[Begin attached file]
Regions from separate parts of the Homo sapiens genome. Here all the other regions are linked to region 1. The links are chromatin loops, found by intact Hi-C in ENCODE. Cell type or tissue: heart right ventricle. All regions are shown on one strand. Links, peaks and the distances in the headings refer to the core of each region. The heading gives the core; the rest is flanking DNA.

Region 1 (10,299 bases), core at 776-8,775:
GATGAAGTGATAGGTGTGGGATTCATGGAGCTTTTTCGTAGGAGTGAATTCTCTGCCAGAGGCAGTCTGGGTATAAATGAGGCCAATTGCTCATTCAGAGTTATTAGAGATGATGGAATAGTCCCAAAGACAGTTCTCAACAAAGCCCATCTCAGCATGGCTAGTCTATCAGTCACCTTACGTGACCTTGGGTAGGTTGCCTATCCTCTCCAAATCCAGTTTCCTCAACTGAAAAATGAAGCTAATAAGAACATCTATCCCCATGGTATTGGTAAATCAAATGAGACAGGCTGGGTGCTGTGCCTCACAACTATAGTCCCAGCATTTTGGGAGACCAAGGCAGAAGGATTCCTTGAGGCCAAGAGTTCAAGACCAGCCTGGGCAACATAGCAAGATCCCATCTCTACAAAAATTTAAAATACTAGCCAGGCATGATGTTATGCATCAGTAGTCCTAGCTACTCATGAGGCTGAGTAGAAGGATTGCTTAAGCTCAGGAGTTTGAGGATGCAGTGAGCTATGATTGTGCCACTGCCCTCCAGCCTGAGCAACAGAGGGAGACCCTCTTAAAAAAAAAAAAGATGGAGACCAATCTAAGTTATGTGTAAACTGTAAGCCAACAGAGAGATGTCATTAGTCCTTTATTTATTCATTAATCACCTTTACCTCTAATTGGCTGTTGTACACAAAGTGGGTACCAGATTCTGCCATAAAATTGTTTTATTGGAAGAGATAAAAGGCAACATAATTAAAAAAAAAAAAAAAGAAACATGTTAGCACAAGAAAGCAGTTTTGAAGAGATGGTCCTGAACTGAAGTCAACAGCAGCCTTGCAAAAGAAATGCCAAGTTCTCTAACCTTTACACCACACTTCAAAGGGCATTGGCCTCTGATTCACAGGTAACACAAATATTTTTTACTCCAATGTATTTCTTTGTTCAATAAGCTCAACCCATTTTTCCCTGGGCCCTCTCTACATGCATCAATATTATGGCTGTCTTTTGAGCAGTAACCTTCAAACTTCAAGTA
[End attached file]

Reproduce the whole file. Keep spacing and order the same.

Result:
Regions from separate parts of the Homo sapiens genome. Here all the other regions are linked to region 1. The links are chromatin loops, found by intact Hi-C in ENCODE. Cell type or tissue: heart right ventricle. All regions are shown on one strand. Links, peaks and the distances in the headings refer to the core of each region. The heading gives the core; the rest is flanking DNA.

Region 1 (10,299 bases), core at 776-8,775:
GATGAAGTGATAGGTGTGGGATTCATGGAGCTTTTTCGTAGGAGTGAATTCTCTGCCAGAGGCAGTCTGGGTATAAATGAGGCCAATTGCTCATTCAGAGTTATTAGAGATGATGGAATAGTCCCAAAGACAGTTCTCAACAAAGCCCATCTCAGCATGGCTAGTCTATCAGTCACCTTACGTGACCTTGGGTAGGTTGCCTATCCTCTCCAAATCCAGTTTCCTCAACTGAAAAATGAAGCTAATAAGAACATCTATCCCCATGGTATTGGTAAATCAAATGAGACAGGCTGGGTGCTGTGCCTCACAACTATAGTCCCAGCATTTTGGGAGACCAAGGCAGAAGGATTCCTTGAGGCCAAGAGTTCAAGACCAGCCTGGGCAACATAGCAAGATCCCATCTCTACAAAAATTTAAAATACTAGCCAGGCATGATGTTATGCATCAGTAGTCCTAGCTACTCATGAGGCTGAGTAGAAGGATTGCTTAAGCTCAGGAGTTTGAGGATGCAGTGAGCTATGATTGTGCCACTGCCCTCCAGCCTGAGCAACAGAGGGAGACCCTCTTAAAAAAAAAAAAGATGGAGACCAATCTAAGTTATGTGTAAACTGTAAGCCAACAGAGAGATGTCATTAGTCCTTTATTTATTCATTAATCACCTTTACCTCTAATTGGCTGTTGTACACAAAGTGGGTACCAGATTCTGCCATAAAATTGTTTTATTGGAAGAGATAAAAGGCAACATAATTAAAAAAAAAAAAAAAGAAACATGTTAGCACAAGAAAGCAGTTTTGAAGAGATGGTCCTGAACTGAAGTCAACAGCAGCCTTGCAAAAGAAATGCCAAGTTCTCTAACCTTTACACCACACTTCAAAGGGCATTGGCCTCTGATTCACAGGTAACACAAATATTTTTTACTCCAATGTATTTCTTTGTTCAATAAGCTCAACCCATTTTTCCCTGGGCCCTCTCTACATGCATCAATATTATGGCTGTCTTTTGAGCAGTAACCTTCAAACTTCAAGTA